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Turning Tides: Fingerprints

As told to Leah Gebber

I found G-d on a beach in Hawaii. A strange statement from a woman whose great-grandparents were holy Jews, Kohanim from Aleppo, Syria. And yet, this is my story.

Wednesday, August 01, 2012

fingerprintI was an artist, looking for beauty and harmony. I was a listener, allowing the sound waves of the world to penetrate my consciousness. I was a seeker, finding meaning in ancient lore and culture.

And so, when I received an invitation to join my friend at her home inHawaii, I snatched up the opportunity and flew out there during my college break. At that time, I was very interested in Aborigine culture; I’d spent time inAustraliaand had learned to play the didgeridoo. Originally, the didgeridoo was a storytelling device — ancient people sat around campfires handing their stories to the tribal children, and used the didgeridoo to provide the soundtrack, imitating the call of a coyote or the rumble of thunder.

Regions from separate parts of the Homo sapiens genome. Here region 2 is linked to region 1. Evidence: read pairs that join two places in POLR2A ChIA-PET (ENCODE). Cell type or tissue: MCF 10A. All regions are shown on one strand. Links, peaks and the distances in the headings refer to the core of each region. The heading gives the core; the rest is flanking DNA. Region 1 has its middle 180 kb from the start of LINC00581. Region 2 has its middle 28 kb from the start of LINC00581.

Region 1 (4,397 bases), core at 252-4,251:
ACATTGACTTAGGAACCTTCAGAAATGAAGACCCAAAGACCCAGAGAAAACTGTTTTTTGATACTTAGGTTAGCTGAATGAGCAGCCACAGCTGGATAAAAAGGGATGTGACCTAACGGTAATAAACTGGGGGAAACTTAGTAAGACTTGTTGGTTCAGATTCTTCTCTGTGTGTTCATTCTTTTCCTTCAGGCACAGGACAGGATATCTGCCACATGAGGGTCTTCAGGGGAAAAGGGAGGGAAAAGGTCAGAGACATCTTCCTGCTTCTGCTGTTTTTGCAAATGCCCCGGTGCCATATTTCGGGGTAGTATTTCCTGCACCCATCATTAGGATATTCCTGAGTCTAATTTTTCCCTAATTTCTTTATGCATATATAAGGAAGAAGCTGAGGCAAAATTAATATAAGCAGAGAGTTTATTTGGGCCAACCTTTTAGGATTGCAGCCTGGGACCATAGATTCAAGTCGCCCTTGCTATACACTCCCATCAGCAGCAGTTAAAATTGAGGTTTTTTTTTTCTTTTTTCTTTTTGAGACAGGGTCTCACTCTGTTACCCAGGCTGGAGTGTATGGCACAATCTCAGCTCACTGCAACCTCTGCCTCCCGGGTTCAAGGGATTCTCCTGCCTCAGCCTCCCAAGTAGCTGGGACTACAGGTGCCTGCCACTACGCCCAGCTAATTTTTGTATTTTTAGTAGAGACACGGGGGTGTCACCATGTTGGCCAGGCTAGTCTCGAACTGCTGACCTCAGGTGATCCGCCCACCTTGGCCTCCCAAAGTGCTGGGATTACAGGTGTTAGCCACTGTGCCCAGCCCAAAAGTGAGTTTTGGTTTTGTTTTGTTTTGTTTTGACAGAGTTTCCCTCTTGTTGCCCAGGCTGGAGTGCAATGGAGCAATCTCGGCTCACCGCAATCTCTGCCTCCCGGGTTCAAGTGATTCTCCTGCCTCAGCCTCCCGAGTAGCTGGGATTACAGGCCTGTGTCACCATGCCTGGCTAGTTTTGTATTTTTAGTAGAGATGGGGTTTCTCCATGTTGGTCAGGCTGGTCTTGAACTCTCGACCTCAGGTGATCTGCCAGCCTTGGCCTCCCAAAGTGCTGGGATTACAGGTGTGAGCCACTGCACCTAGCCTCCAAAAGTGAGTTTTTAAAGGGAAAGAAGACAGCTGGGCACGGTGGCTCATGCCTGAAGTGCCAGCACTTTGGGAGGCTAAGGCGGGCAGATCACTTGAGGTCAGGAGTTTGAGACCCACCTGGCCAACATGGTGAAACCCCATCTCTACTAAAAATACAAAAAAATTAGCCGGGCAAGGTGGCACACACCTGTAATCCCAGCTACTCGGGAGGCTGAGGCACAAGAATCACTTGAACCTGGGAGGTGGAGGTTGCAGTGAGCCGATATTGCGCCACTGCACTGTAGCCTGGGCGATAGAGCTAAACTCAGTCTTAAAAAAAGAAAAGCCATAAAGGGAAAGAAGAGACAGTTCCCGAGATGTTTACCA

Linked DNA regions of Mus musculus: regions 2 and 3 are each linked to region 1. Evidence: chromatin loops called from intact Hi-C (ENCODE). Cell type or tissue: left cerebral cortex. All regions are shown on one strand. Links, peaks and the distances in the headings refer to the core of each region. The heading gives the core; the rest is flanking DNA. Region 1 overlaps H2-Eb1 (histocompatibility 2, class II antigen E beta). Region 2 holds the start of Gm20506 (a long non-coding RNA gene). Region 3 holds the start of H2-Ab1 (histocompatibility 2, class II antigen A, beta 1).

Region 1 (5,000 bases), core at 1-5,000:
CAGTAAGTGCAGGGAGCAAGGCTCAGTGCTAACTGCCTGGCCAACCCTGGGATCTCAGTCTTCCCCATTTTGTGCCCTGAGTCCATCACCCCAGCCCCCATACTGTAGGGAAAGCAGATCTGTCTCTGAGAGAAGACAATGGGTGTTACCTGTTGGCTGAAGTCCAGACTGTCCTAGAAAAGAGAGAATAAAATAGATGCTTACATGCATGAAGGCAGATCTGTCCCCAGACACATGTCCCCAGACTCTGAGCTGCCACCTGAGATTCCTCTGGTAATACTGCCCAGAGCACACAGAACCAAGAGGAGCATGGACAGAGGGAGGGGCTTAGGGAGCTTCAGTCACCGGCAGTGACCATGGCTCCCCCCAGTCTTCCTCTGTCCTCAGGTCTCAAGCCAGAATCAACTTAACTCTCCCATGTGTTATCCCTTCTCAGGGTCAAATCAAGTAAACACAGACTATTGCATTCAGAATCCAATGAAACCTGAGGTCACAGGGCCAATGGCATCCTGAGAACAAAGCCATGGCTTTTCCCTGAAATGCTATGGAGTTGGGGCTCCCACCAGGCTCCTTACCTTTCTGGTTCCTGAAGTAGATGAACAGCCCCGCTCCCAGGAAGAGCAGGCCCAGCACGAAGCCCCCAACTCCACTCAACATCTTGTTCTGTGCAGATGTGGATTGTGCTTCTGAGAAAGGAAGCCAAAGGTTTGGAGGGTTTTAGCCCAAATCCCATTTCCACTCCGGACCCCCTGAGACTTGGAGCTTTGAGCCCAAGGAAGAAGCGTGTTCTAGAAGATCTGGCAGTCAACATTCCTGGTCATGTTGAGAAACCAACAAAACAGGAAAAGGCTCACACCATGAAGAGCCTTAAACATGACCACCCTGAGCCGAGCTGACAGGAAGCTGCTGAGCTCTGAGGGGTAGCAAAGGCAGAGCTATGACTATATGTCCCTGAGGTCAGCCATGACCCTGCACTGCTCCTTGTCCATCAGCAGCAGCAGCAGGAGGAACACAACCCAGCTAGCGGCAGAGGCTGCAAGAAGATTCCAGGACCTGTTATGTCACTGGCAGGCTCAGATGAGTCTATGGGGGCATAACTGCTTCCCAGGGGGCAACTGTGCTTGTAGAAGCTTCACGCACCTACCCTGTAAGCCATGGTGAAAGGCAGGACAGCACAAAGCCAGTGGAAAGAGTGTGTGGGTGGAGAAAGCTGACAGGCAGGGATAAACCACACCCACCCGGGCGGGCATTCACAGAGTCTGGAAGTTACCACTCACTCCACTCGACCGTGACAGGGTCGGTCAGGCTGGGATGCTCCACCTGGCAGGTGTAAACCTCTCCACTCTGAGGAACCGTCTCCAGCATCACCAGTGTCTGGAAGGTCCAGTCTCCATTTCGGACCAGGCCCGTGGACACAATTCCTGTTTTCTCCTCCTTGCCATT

I took my didgeridoo along toHawaii. I dreamed of playing onto the surface of the ocean, sending vibrations through the water. On my first morning, I got up early and made my way down toCaptainCookBay. It’s an idyllic spot, and at sunrise, it was not yet infested with the kayaking, snorkeling tourists.

I walked into the turquoise water, set my didgeridoo upon the surface, and began to play. In the predawn stillness, the water rippled and dolphins jumped arcs over the waves. I was entranced. When I got tired, I returned to the beach and lay down on the sand to rest. An old man with long white hair approached me. “This is not an instrument of our land,” he said, pointing to the didgeridoo. “It’s not from your people, either. It’s time to look at your own hand and examine your fingerprints.”



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